Bamboo is a great choice for specimen planting or for screening, and it can be easy to grow if you know how to manage it. It fits in with most garden styles, and there are varieties of nearly every size and for every hardiness zone. Use it to add a modern os Asian vibe to any garden space that needs updating. Here are the basics on how to grow bamboo in your garden!
How to Grow Bamboo
Types of Bamboo
There are basically two types of bamboo. Running bamboo is the type you have been warned about that can take over your entire yard (and the next one) in a pretty darn short time, turning it into a tropical jungle. But with some tricks, you can grow it!
Clumping bamboo is a more well contained type of bamboo, and while it still spreads underground, it is much slower and controlled. This is a better choice for the casual gardener, or those with limited space but who still want to know how to plant and grow bamboo. Photo by ‘Adam Robinson Design’.
- Both types of bamboo have tropical varieties meant for warmer climates, and mountainous varieties hardy down to -15 degrees or more. Check your nursery tag.
- Choose a bamboo that has a mature height that fits in with the scale of the effect you desire. Screening bamboos can be taller, specimens can be shorter.
- Bamboo requires well drained soil.
- For the first two years in the ground, water your bamboo well. Fertilize once in the spring. If you are trying to prevent running bamboo from, well, running… don’t fertilize as often.
- Check on whether your variety prefers full sun, or some afternoon shade.
- Prune back to the ground old, dull culms every year. (Culms are the upright “blades” of bamboo.) Some gardeners prefer to prune off any branches that extend horizontally, so that all culms run vertically straight up for a graphic and striking effect. If you have culms flopping over, they probably require more water, less feritlizer. You can prune back the height to help them recover, or just prune them down altogether.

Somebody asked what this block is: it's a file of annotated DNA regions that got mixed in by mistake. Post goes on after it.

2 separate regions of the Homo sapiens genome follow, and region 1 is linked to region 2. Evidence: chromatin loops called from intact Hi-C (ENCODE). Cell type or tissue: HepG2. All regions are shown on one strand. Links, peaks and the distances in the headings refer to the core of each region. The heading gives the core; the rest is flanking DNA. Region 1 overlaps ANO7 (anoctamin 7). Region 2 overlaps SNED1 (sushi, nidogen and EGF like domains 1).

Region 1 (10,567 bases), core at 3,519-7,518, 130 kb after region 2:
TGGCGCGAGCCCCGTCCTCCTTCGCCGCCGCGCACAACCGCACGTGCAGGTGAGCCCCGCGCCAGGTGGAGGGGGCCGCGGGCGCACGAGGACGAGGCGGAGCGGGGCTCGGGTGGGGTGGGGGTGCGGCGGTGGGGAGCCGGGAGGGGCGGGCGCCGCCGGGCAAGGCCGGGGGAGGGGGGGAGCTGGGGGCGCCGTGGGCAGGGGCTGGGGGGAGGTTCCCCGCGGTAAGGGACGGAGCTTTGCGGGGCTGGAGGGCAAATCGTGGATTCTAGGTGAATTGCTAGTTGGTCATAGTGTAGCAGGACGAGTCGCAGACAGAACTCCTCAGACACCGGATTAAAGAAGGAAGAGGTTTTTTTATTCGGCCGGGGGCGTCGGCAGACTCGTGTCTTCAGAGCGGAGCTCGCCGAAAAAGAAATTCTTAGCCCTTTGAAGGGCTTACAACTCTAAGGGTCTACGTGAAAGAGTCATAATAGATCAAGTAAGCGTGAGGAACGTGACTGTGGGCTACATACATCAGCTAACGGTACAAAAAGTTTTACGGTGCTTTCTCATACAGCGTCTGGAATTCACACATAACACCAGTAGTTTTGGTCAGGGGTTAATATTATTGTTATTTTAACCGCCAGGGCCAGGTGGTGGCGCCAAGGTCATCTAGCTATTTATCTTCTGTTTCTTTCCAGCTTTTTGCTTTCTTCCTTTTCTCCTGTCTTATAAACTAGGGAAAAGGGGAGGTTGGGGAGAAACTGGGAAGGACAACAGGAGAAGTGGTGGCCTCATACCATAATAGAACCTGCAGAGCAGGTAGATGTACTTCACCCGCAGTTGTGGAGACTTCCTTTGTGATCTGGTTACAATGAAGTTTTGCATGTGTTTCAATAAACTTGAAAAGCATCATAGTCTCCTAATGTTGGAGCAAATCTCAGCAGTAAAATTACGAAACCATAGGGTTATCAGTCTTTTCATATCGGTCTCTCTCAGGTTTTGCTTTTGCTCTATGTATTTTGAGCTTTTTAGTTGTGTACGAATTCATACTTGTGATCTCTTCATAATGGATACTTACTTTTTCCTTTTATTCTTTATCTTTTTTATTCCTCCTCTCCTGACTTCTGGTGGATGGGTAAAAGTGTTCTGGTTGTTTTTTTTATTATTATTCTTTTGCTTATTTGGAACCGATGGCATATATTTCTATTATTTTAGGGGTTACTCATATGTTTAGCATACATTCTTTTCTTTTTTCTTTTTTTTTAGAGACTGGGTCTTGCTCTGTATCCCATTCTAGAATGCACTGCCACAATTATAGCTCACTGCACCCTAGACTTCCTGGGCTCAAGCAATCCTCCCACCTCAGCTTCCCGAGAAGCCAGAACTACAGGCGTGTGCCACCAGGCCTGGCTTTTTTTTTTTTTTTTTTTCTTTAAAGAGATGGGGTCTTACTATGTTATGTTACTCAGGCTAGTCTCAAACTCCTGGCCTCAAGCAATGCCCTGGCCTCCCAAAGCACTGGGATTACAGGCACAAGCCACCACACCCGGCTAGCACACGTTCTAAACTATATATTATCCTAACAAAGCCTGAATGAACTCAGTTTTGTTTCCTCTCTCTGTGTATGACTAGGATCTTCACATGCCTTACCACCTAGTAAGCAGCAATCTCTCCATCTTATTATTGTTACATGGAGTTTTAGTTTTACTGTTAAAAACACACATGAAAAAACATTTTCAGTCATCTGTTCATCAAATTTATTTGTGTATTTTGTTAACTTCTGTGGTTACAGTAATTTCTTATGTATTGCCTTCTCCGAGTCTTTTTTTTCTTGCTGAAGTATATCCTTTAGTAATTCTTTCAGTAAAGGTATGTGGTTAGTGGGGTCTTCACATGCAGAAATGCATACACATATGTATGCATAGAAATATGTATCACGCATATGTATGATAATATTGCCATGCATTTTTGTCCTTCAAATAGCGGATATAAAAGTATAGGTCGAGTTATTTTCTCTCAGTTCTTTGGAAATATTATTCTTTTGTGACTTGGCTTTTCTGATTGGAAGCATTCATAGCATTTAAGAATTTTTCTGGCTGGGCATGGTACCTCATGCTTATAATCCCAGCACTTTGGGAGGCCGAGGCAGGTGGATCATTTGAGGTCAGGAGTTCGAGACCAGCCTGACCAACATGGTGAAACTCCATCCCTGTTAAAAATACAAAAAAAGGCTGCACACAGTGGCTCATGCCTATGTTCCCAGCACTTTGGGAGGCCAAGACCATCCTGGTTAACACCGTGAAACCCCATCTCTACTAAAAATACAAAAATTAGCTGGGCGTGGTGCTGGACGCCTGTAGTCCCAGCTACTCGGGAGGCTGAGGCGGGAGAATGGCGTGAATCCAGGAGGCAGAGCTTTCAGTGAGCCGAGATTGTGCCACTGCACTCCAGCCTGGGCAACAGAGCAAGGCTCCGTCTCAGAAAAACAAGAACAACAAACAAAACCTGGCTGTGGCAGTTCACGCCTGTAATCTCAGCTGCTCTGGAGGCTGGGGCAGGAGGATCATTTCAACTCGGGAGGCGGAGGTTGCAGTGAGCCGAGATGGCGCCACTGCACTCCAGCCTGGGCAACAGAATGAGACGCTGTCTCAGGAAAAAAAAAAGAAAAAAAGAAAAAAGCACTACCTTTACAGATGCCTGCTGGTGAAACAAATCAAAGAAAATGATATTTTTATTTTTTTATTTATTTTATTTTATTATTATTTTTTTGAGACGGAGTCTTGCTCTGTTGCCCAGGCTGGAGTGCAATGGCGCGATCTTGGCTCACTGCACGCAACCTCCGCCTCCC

- Bamboo loves water. As long as the soil is well drained, you should keep it moist at all times. Photo by ‘Gardens at Night’.
How to Grow Running Bamboo
If you have found a species of running bamboo that you just have to try, you will have to contain the underground roots from spreading beyond your planting area. There are several ways to achieve this.
- You can transplant your nursery bamboo into a large pot, then plant the whole pot into the ground. Leave the collar of the pot above ground. Cover with mulch if you find it unsightly.
- Another option is to place a plastic or concrete barrier at least 12-18 inches below the soil. Bamboo are shallow rooted so this should prevent the bamboo from running away. You can prune back to the ground any culms that escape beyond the barrier.
- Finally, you can dig a 12 inch deep trench around the area you would like to contain the running bamboo too. Fill with sand, then several times a season, pull back the sand and prune back any roots that have poked through into the trench. Photo by ‘Integration Design Studio’.
How to Grow Clumping Bamboo
Clumping Bamboo is much less likely to run rampant across your property. Many varieties are quite polite, in fact. Make sure you check the size and space requirements of the variety you purchase. You can grow clumping bamboo in pots, or in the ground as a great backdrop to your garden. This type of bamboo also makes a fast growing privacy screen. Photo by ‘Residential Landscape Projects’.
Both types of bamboo can be grown successfully in containers. This is the lowest maintenance option, and can help maintain the health of the rest of your garden. Be sure to choose a bamboo container large enough to be in scale with the eventual height of your variety.
Bamboo is not the garden evil that urban legend portrays…as long as you tend to it’s needs. It can turn a ho hum yard into a stunning garden in a short time, with these bamboo growing tips and tricks. So now that you know how to grow bamboo and it’s care, are you brave enough to give it a try? Go check out our posts on Best Unexpected Plants to Grow In Containers, and Privacy with Plants!Image Credits: Gardens at Night, Integration Design, bamboogarden